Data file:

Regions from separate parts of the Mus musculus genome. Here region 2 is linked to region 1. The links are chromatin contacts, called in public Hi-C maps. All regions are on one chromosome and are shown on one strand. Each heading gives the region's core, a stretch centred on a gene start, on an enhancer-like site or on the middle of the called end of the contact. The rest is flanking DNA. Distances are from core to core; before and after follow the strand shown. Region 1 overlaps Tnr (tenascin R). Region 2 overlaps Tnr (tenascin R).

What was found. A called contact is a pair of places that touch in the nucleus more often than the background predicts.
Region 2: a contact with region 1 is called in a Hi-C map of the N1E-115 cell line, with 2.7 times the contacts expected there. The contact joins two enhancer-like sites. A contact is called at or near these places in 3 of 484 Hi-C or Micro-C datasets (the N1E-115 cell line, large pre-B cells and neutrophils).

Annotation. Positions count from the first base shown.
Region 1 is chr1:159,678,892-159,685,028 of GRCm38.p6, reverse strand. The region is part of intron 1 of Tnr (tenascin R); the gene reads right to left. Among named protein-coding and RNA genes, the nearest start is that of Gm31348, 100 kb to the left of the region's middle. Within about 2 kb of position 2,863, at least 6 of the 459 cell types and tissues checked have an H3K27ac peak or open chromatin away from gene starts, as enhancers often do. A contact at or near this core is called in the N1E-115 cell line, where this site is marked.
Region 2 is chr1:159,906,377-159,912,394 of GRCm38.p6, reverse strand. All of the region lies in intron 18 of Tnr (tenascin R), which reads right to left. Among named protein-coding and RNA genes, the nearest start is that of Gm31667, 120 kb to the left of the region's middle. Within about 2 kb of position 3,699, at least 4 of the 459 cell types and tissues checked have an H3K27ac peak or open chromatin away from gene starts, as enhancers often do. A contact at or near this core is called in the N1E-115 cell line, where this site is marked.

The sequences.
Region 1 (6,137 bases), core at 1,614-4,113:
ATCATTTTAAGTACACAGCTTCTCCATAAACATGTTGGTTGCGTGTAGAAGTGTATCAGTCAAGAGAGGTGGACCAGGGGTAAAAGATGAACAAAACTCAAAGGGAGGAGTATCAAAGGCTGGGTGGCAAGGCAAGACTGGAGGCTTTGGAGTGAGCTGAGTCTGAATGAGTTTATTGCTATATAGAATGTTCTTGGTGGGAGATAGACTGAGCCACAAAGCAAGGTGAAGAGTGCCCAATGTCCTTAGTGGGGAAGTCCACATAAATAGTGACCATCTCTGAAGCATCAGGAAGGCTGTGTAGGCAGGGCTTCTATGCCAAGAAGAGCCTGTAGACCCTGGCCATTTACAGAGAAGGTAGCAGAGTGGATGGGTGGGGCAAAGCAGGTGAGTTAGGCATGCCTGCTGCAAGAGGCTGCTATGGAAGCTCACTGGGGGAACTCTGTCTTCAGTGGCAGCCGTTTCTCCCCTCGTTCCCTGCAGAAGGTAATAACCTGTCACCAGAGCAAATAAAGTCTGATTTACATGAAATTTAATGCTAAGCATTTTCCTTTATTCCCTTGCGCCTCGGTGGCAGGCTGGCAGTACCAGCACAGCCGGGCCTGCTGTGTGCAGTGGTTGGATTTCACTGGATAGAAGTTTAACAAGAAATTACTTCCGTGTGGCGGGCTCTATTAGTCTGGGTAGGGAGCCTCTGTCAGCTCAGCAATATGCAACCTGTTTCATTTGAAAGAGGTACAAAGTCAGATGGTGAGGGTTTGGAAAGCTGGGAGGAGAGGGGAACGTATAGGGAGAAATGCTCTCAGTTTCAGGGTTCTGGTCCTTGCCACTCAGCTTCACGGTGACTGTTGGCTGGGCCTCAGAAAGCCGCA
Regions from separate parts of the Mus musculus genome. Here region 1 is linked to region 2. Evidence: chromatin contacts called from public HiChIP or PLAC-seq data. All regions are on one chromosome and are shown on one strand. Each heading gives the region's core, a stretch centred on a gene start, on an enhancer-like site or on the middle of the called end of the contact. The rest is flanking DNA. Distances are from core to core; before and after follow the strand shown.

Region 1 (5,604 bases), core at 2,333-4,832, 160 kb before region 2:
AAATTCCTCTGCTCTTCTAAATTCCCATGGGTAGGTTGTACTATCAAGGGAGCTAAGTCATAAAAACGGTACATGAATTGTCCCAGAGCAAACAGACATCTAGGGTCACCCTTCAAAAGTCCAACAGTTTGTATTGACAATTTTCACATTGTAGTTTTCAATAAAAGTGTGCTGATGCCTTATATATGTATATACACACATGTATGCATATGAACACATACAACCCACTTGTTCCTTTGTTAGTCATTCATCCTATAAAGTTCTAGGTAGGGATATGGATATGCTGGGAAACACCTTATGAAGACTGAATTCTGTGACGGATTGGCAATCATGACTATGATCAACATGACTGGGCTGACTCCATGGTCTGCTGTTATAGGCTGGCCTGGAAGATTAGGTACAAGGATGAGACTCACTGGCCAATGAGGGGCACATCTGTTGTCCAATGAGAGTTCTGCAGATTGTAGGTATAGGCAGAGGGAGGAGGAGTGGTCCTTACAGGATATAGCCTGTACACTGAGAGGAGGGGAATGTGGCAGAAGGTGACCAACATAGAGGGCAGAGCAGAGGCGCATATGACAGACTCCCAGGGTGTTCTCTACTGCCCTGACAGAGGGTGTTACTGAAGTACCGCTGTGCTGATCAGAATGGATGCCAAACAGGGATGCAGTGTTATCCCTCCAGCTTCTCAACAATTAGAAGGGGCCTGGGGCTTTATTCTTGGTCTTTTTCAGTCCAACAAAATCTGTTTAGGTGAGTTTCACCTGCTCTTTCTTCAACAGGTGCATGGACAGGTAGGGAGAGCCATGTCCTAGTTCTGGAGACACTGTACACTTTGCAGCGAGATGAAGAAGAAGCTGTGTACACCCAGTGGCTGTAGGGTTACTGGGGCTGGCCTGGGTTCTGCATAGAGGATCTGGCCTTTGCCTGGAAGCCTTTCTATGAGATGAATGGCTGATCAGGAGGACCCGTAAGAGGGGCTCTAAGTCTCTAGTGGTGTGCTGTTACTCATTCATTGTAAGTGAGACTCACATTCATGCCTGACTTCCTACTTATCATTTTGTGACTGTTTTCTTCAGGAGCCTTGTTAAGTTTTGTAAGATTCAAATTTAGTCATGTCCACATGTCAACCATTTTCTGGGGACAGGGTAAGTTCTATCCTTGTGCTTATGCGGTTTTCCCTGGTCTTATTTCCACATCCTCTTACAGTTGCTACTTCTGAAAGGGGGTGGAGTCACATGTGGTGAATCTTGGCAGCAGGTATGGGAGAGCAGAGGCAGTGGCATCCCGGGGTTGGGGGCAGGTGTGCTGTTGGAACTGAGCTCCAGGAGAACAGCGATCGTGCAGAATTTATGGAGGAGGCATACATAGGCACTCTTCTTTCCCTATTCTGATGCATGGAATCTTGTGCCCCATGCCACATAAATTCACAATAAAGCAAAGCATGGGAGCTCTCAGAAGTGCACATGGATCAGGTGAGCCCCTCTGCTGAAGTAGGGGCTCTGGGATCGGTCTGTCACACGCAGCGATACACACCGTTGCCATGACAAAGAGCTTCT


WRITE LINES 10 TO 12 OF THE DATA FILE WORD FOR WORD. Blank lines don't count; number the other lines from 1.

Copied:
Regions from separate parts of the Mus musculus genome. Here region 1 is linked to region 2. Evidence: chromatin contacts called from public HiChIP or PLAC-seq data. All regions are on one chromosome and are shown on one strand. Each heading gives the region's core, a stretch centred on a gene start, on an enhancer-like site or on the middle of the called end of the contact. The rest is flanking DNA. Distances are from core to core; before and after follow the strand shown.

Region 1 (5,604 bases), core at 2,333-4,832, 160 kb before region 2:
AAATTCCTCTGCTCTTCTAAATTCCCATGGGTAGGTTGTACTATCAAGGGAGCTAAGTCATAAAAACGGTACATGAATTGTCCCAGAGCAAACAGACATCTAGGGTCACCCTTCAAAAGTCCAACAGTTTGTATTGACAATTTTCACATTGTAGTTTTCAATAAAAGTGTGCTGATGCCTTATATATGTATATACACACATGTATGCATATGAACACATACAACCCACTTGTTCCTTTGTTAGTCATTCATCCTATAAAGTTCTAGGTAGGGATATGGATATGCTGGGAAACACCTTATGAAGACTGAATTCTGTGACGGATTGGCAATCATGACTATGATCAACATGACTGGGCTGACTCCATGGTCTGCTGTTATAGGCTGGCCTGGAAGATTAGGTACAAGGATGAGACTCACTGGCCAATGAGGGGCACATCTGTTGTCCAATGAGAGTTCTGCAGATTGTAGGTATAGGCAGAGGGAGGAGGAGTGGTCCTTACAGGATATAGCCTGTACACTGAGAGGAGGGGAATGTGGCAGAAGGTGACCAACATAGAGGGCAGAGCAGAGGCGCATATGACAGACTCCCAGGGTGTTCTCTACTGCCCTGACAGAGGGTGTTACTGAAGTACCGCTGTGCTGATCAGAATGGATGCCAAACAGGGATGCAGTGTTATCCCTCCAGCTTCTCAACAATTAGAAGGGGCCTGGGGCTTTATTCTTGGTCTTTTTCAGTCCAACAAAATCTGTTTAGGTGAGTTTCACCTGCTCTTTCTTCAACAGGTGCATGGACAGGTAGGGAGAGCCATGTCCTAGTTCTGGAGACACTGTACACTTTGCAGCGAGATGAAGAAGAAGCTGTGTACACCCAGTGGCTGTAGGGTTACTGGGGCTGGCCTGGGTTCTGCATAGAGGATCTGGCCTTTGCCTGGAAGCCTTTCTATGAGATGAATGGCTGATCAGGAGGACCCGTAAGAGGGGCTCTAAGTCTCTAGTGGTGTGCTGTTACTCATTCATTGTAAGTGAGACTCACATTCATGCCTGACTTCCTACTTATCATTTTGTGACTGTTTTCTTCAGGAGCCTTGTTAAGTTTTGTAAGATTCAAATTTAGTCATGTCCACATGTCAACCATTTTCTGGGGACAGGGTAAGTTCTATCCTTGTGCTTATGCGGTTTTCCCTGGTCTTATTTCCACATCCTCTTACAGTTGCTACTTCTGAAAGGGGGTGGAGTCACATGTGGTGAATCTTGGCAGCAGGTATGGGAGAGCAGAGGCAGTGGCATCCCGGGGTTGGGGGCAGGTGTGCTGTTGGAACTGAGCTCCAGGAGAACAGCGATCGTGCAGAATTTATGGAGGAGGCATACATAGGCACTCTTCTTTCCCTATTCTGATGCATGGAATCTTGTGCCCCATGCCACATAAATTCACAATAAAGCAAAGCATGGGAGCTCTCAGAAGTGCACATGGATCAGGTGAGCCCCTCTGCTGAAGTAGGGGCTCTGGGATCGGTCTGTCACACGCAGCGATACACACCGTTGCCATGACAAAGAGCTTCT